I used to think of country music as something I connected to because it came from “my people”. My dad and I would blame our Scotch-Irish ancestry for the way we gravitate towards murder ballads, tragic and well-told stories that unfold on a backdrop of twangy guitar. “Irish people like being sad,” I quipped once, which became a sort of shorthand for the intuitive appreciation we shared for all songs wistful and folk-tinged.
There’s a grain of truth to this cultural association with country music, which often does carry elements of Scottish, Irish, or English folk songs. There’s a grain of truth, too, to the way my family identifies with being Scotch-Irish, though this term holds no real meaning for most actual Scottish or Irish people. (The meaning it holds for me is fuzzy at best; I always have to Google who exactly it refers to, because I forget the direction of emigration and the reason for it, alternately wondering whether “our people” were pushed out of their country by religious discrimination or whether they chose to leave because they had the capital and freedom to do so).
I clung to this idea of country music as heritage, something I could pinpoint in my body when I heard a particular instrument or line of harmony. But of course, country music is a genre that is all about faking a connection to an imagined heritage.
The music itself draws from European folk songs, yes, but also from musical traditions practiced by enslaved people in the early colonies (The banjo, after all, is an African instrument). And while Black songwriters and performers are behind a number of classic country songs, they are often left out of the genre’s history.
There are layers of pretending at work in this erasure. Despite country music’s multiracial roots, record companies in the 1920s intentionally separated “hillbilly music” (constructed as White) from “race records” (constructed as Black) as a marketing strategy. Genre operated as a tool of segregation: the same music, packaged differently, then used to sell an image of an idealized rural white past.*
“Folk festivals were thinly-veiled attempts to recast the music as white mountain music, as part of a project to create a white ethnicity,” explains Rhiannon Giddens, who’s deeply researched and emotive country songs center Black histories in and of the genre.**
Mainstream country music maintains its manufactured image of whiteness today, often gatekeeping artists who challenge the industry’s self-conception (See: the controversy that followed Lil Nas X topping country, pop, and rap charts simultaneously with “Old Town Road.” See also: the Grammys’ refusal to consider Beyonce’s “Daddy Lessons,” a track dripping with the singer’s Texan roots, in the country category).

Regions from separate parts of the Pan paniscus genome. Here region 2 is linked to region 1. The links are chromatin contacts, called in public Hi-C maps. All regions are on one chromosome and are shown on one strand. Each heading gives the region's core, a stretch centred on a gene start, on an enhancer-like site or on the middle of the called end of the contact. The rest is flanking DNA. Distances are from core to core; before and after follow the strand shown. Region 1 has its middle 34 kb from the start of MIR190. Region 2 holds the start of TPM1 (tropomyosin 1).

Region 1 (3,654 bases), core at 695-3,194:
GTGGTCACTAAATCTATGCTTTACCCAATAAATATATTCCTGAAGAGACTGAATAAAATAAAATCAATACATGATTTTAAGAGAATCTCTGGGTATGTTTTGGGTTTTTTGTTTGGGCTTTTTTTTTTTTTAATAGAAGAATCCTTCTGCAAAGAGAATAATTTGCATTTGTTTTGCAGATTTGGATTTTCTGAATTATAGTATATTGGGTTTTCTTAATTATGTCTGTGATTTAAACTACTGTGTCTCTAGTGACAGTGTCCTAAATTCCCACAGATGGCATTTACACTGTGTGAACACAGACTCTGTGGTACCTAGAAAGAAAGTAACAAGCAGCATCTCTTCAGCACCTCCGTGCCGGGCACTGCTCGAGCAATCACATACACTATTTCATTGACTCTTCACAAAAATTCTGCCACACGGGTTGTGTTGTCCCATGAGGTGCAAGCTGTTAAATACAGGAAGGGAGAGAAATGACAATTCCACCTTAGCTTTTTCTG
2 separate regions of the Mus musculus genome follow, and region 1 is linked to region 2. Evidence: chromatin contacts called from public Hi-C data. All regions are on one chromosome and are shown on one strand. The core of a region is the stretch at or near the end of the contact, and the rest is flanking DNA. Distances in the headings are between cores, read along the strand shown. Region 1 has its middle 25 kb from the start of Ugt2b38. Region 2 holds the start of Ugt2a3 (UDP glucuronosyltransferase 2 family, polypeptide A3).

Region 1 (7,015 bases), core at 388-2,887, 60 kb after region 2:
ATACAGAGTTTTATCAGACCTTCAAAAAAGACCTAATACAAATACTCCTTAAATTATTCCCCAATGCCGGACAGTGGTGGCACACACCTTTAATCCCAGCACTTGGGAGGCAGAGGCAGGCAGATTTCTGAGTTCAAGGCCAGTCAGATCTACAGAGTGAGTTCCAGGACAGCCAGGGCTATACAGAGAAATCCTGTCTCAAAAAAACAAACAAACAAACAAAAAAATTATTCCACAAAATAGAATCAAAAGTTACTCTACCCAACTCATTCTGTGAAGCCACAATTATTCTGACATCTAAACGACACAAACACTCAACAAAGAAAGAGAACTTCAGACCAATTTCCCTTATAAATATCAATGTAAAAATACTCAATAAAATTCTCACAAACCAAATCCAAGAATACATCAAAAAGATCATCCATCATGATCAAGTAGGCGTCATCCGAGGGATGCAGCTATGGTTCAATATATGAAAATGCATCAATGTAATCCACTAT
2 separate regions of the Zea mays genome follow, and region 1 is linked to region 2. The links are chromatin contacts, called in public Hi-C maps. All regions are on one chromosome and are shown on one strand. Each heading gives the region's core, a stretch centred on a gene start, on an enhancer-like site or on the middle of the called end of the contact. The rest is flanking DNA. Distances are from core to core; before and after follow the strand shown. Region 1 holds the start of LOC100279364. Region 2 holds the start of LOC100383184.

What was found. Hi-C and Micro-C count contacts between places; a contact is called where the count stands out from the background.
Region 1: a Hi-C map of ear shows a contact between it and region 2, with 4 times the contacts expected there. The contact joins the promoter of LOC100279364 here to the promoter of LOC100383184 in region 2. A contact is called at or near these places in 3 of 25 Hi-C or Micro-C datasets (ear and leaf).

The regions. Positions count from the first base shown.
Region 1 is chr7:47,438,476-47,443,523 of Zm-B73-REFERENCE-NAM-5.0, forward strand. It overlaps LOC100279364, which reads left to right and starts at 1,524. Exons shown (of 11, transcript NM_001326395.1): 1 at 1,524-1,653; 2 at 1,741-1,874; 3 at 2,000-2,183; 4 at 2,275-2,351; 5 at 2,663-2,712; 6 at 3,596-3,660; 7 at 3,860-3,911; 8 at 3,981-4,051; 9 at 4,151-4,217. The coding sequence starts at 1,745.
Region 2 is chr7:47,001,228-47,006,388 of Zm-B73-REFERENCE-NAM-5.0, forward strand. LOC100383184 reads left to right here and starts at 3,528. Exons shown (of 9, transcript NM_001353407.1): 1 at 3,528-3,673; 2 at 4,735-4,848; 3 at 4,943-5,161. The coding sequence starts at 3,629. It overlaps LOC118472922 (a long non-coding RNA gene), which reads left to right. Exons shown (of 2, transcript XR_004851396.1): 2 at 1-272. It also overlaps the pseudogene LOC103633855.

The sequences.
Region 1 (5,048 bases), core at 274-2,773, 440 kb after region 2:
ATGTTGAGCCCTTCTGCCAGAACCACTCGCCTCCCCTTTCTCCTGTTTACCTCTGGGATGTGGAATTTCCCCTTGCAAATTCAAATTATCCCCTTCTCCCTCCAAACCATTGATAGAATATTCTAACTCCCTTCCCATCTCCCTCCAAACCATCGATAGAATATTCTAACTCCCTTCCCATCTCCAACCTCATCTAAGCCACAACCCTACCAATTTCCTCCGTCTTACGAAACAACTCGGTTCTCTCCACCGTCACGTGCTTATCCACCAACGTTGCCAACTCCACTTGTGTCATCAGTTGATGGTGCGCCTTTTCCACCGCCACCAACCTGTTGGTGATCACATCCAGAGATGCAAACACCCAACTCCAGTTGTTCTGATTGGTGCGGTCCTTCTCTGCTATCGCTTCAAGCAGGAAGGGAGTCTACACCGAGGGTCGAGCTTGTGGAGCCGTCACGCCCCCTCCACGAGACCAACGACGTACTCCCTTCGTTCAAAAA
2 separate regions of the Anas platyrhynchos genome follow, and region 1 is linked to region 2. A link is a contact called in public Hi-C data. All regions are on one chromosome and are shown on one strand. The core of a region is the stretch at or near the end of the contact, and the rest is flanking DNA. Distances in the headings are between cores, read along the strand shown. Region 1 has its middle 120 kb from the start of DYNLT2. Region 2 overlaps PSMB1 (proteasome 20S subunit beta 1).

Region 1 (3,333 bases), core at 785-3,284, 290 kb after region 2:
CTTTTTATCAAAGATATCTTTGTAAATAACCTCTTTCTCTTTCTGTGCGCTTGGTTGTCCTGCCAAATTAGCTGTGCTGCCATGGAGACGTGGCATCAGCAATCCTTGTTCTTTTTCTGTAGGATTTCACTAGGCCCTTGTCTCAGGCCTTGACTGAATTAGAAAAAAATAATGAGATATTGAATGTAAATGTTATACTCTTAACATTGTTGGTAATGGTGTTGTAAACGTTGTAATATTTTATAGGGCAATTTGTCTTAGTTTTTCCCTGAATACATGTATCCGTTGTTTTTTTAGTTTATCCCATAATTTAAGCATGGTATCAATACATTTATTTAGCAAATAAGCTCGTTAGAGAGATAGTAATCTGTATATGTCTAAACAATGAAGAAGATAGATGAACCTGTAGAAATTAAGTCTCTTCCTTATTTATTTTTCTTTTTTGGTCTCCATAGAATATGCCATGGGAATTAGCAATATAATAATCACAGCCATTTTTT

Outside the construction of genre, country music often performs sleight of hand by looking backwards to a past that didn’t exist as a way of conjuring forward a reality in which whiteness is the norm, land belongs to white American settlers, and distinctions of class and region collapse under the weight of performative mannerisms.
This is the landscape onto which Orville Peck walked in 2019, as a white former punk musician from South Africa, currently based in Canada. Even when he is singing about Johannesburg (“City of Gold”) or the Kalahari Desert (“Kalahari Down”), Peck takes on what I can only imagine is a carefully constructed Southern accent in his music, which allows him to blend right in with mainstream American country. The twang in his voice is at times eerily reminiscent of Elvis. It’s a confusing experience, mostly because I really like it.
Peck sings longingly of “the bayou,” California’s Hexie Mountains, and going “home to Mississippi.” Whatever his connection to these places, they are signifiers, tropes. His affect is uncomfortable to listen to at times because his context makes it so clear that he’s playing a part. But at the same time, I wonder if that isn’t his greatest strength, too.
If a white, gay man from Johannesburg can so effectively perform Americanness, doesn’t that trouble country music’s core myth of authenticity? Doesn’t that force us to accept that every country musician, whatever their race or nationality, is putting on a show?
Of course, Peck’s whiteness allows him to slip into the genre (and be celebrated for it) more easily than Lil Nas X or Beyonce, and certainly than less mainstream artists like Rhiannon Giddens. Which is why Peck’s success is troubling even as it is intriguing—does his performance invite us to deconstruct country music’s whitewashed ideas of Americana, or does it take advantage of his ability to emulate them?
I’m not sure where I land with Peck, but amidst my ambivalence, I put in my earbuds and press play on “All I Can Say,” the final track on his 2022 album, Bronco. It’s a slow, sad duet with his collaborator Bria Salmena, the kind of song that makes you ache, deliciously. Their voices intertwine in fleeting moments of euphony, laced with mournful steel guitar slides that resonate in the space beneath my sternum. That wordless recognition no longer feels like heritage to me. Instead, it strikes me as something far more universal: the desire to inhabit moments of bittersweet beauty, however temporary.
*Chow, Andrew R.. “Black Artists Helped Build Country Music—And Then It Left Them Behind,” Time, 10 Sept. 10, 2019, https://time.com/5673476/ken-burns-country-music-black-artists/.
**Abdelmahmoud, Elamin. “Rewriting Country Music’s Racist History,” Rolling Stone, 5 June 2020. https://www.rollingstone.com/music/music-country/country-music-racist-history-1010052/.
About the Author
Mer Wade is a lover of horror movies and K-pop, an occasional poet/essayist, and a graduate student at NYU Gallatin exploring pop culture as a bridge between collective imagination and the material world. You can usually find Mer singing, jogging, or watching trash TV.